Died on January 20

250 Pope Fabian the Bishop of Rome from 10 January 236 to his death in 250, succeeding Anterus. He is famous for the miraculous nature of his election, in which a dove is said to have descended on his head to mark him as the Holy Spirit's unexpected choice to become the next pope. He was succeeded by Cornelius
473 Euthymius the Great an abbot in Palestine venerated in both Roman Catholic and Eastern Orthodox Churches.
640 Eadbald of Kent King of Kent from 616 until his death in 640. He was the son of King Æthelberht and his wife Bertha, a daughter of the Merovingian king Charibert. Æthelberht made Kent the dominant force in England during his reign and became the first Anglo-Saxon king to convert to Christianity from Anglo-Saxon paganism. Eadbald's accession was a significant setback for the growth of the church, since he retained his indigenous paganism and did not convert to Christianity for at least a year, and perhaps for as much as eight years. He was ultimately converted by either Laurentius or Justus, and separated from his first wife, who had been his stepmother, at the insistence of the church. Eadbald's second wife was Emma, who may have been a Frankish princess. She bore him two sons, Eormenred and Eorcenberht, and a daughter, Eanswith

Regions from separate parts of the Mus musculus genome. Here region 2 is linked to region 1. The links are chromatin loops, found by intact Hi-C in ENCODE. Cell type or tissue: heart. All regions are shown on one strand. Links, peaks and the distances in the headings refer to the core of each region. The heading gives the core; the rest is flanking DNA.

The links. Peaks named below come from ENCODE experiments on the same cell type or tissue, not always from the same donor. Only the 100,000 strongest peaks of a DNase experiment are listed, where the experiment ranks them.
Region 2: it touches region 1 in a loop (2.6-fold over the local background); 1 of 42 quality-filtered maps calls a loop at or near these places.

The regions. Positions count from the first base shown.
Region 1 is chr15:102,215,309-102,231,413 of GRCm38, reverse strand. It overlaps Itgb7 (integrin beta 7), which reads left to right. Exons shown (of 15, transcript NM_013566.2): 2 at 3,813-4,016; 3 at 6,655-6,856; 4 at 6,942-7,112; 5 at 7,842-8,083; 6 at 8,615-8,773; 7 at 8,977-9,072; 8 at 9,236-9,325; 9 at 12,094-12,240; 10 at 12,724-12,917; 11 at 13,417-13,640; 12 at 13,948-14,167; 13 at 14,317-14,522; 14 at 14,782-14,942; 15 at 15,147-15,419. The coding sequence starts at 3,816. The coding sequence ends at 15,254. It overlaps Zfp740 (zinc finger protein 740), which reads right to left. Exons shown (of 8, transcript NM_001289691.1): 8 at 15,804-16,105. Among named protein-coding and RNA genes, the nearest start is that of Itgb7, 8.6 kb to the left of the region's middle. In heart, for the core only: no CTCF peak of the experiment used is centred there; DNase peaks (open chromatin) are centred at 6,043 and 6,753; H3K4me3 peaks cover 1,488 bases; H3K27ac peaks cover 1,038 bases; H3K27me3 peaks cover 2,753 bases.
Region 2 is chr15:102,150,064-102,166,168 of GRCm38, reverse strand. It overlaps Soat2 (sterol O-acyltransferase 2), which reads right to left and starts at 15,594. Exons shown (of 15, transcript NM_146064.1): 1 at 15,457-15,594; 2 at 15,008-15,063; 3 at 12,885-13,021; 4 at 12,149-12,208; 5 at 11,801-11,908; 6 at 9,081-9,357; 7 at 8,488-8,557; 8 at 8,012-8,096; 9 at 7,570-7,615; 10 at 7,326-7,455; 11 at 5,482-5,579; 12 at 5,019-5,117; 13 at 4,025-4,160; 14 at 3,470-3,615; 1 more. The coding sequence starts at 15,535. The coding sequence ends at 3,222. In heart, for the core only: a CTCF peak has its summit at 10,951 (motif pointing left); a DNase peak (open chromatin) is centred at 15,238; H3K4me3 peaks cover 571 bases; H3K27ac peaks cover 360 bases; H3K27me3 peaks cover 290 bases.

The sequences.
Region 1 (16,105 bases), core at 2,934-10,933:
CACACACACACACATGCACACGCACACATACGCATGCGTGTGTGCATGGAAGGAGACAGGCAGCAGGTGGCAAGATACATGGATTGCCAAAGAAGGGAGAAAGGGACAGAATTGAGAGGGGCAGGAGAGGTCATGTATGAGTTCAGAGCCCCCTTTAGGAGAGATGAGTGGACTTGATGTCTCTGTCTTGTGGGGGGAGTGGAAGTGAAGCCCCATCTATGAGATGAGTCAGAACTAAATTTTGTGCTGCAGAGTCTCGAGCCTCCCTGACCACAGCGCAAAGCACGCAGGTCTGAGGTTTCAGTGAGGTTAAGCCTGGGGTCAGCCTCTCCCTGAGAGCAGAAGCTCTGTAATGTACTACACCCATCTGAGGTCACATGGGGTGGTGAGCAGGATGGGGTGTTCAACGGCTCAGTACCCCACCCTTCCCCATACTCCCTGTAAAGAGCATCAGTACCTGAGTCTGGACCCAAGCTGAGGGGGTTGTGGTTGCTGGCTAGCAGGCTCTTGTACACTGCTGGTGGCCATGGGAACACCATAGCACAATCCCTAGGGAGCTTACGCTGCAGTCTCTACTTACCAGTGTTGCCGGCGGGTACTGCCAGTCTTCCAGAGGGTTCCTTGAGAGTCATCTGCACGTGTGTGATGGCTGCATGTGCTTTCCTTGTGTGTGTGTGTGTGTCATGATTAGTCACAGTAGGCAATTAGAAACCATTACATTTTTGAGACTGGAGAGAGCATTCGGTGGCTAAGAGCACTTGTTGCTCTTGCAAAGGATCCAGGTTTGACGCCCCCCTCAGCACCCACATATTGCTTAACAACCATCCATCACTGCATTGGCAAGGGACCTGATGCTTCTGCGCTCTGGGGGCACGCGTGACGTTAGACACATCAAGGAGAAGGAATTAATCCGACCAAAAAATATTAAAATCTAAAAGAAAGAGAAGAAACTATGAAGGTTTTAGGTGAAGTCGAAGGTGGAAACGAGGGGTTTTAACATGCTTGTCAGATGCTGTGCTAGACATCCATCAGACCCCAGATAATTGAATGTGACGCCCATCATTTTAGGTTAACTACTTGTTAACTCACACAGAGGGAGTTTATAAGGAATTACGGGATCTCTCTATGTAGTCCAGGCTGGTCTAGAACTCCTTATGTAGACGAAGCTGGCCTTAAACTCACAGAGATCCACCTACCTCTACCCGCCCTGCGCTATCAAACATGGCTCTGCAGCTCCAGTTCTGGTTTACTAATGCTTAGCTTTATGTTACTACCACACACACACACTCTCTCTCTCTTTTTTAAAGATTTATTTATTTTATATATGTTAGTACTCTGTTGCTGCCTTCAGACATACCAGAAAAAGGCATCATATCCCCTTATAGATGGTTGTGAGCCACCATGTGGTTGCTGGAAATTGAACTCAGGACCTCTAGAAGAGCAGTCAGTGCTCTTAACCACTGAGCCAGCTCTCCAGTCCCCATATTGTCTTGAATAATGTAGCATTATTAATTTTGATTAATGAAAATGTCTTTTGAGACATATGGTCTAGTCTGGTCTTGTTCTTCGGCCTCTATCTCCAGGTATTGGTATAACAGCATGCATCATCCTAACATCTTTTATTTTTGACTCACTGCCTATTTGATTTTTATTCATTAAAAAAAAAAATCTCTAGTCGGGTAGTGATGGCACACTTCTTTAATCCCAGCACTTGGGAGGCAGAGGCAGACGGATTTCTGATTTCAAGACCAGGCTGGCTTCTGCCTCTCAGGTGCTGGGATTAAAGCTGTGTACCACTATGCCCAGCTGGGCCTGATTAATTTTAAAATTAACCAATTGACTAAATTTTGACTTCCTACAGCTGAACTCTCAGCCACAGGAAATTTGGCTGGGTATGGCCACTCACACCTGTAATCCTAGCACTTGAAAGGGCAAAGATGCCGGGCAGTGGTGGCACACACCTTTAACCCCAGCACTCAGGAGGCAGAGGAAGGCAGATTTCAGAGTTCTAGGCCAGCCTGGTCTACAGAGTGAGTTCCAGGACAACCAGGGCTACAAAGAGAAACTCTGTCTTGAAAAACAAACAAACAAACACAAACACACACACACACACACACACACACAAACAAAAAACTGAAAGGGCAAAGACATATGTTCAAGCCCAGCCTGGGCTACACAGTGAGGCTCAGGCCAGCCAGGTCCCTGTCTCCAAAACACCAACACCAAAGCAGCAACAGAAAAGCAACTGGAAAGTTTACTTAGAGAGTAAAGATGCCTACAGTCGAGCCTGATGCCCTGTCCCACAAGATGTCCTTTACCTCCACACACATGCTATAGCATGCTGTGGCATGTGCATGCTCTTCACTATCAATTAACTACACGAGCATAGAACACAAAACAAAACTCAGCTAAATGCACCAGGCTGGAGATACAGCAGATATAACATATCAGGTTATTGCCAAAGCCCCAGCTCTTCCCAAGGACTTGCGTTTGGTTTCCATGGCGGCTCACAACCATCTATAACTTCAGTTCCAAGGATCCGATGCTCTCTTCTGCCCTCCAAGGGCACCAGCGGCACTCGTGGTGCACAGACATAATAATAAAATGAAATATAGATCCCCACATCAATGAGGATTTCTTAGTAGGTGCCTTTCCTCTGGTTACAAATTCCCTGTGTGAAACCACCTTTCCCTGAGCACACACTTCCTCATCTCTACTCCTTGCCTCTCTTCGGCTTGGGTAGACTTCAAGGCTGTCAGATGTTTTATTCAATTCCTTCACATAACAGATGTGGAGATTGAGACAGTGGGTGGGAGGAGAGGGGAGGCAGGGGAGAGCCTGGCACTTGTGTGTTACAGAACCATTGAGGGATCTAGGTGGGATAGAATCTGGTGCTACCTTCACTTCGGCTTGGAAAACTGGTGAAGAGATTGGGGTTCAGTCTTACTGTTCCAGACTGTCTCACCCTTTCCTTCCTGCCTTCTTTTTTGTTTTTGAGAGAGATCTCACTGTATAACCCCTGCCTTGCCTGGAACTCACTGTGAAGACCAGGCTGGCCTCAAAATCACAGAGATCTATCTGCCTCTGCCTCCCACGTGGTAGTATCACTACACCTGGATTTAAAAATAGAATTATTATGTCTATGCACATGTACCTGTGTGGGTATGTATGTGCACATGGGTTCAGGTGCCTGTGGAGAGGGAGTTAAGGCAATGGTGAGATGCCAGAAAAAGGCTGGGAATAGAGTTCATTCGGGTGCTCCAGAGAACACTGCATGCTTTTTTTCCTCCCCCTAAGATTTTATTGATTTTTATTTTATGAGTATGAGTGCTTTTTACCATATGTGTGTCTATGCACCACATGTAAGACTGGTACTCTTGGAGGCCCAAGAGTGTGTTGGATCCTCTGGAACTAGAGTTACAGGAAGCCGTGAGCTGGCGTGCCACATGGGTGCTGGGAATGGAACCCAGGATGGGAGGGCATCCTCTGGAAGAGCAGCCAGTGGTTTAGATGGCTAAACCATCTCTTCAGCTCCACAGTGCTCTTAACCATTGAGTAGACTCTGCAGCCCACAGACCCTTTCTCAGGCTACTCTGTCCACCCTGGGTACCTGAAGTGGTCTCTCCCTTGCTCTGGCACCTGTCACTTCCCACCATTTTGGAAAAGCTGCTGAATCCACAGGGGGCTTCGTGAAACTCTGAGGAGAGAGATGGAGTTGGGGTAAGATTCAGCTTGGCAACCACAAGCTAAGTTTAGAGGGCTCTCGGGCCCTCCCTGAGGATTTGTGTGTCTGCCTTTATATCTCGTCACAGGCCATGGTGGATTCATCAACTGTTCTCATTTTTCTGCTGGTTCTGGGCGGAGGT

820 Al-Shafi‘i Abu ʿAbdillah Muhammad ibn Idris al-Shafi‘i A Muslim jurist, who lived from. Often referred to as 'Shaykh al-Islām' he was one of the four great Imams of which a legacy on juridical matters and teaching eventually led to the Shafi'i school of fiqh named after him. Hence he is often called Imam al-Shafi‘i. :1
842 Theophilos (emperor) the Byzantine Emperor from 829 until his death in 842. He was the second emperor of the Amorian dynasty and the last emperor to support iconoclasm. Theophilos personally led the armies in his lifelong war against the Arabs, beginning in 831
882 Louis the Younger the second eldest of the three sons of Louis II the German and Emma. He succeeded his father as the King of Saxony on 28 August 876 and his elder brother Carloman as King of Bavaria from 880 to 882. He died in 882 and was succeeded in all his territories, which encompassed most of East Francia, by his younger brother, Charles the Fat, already King of Italy and Emperor
1095 Wulfstan (died 1095) the last surviving pre-Conquest bishop and the only English-born bishop after 1075. Wulfstan is a Christian saint
1156 Henry (bishop of Finland) a medieval English clergyman. He came to Sweden with cardinal Nicholas Breakspeare in 1153 and was probably designated to the new Archbishop of Uppsala, but the independent church province of Sweden could be established only in 1164 after the civil war was over, and Henry would have been sent to organize the Church in Finland, where Christians had existed already at least two centuries. According to legends, he entered Finland together with King Eric the Saint of Sweden and died as a martyr, becoming a central figure in the local Roman Catholic Church. However, the authenticity of the accounts of his life, ministry, and death are widely disputed
1191 Frederick VI Duke of Swabia duke of Swabia from 1170 to his death at the siege of Acre. He was born in Modigliana, the third son of Frederick I Barbarossa and Beatrice I, Countess of Burgundy and brother of Henry VI, Holy Roman Emperor. Frederick was betrothed to the princess Constance of Hungary, but they never married. He died, aged 24, at Acre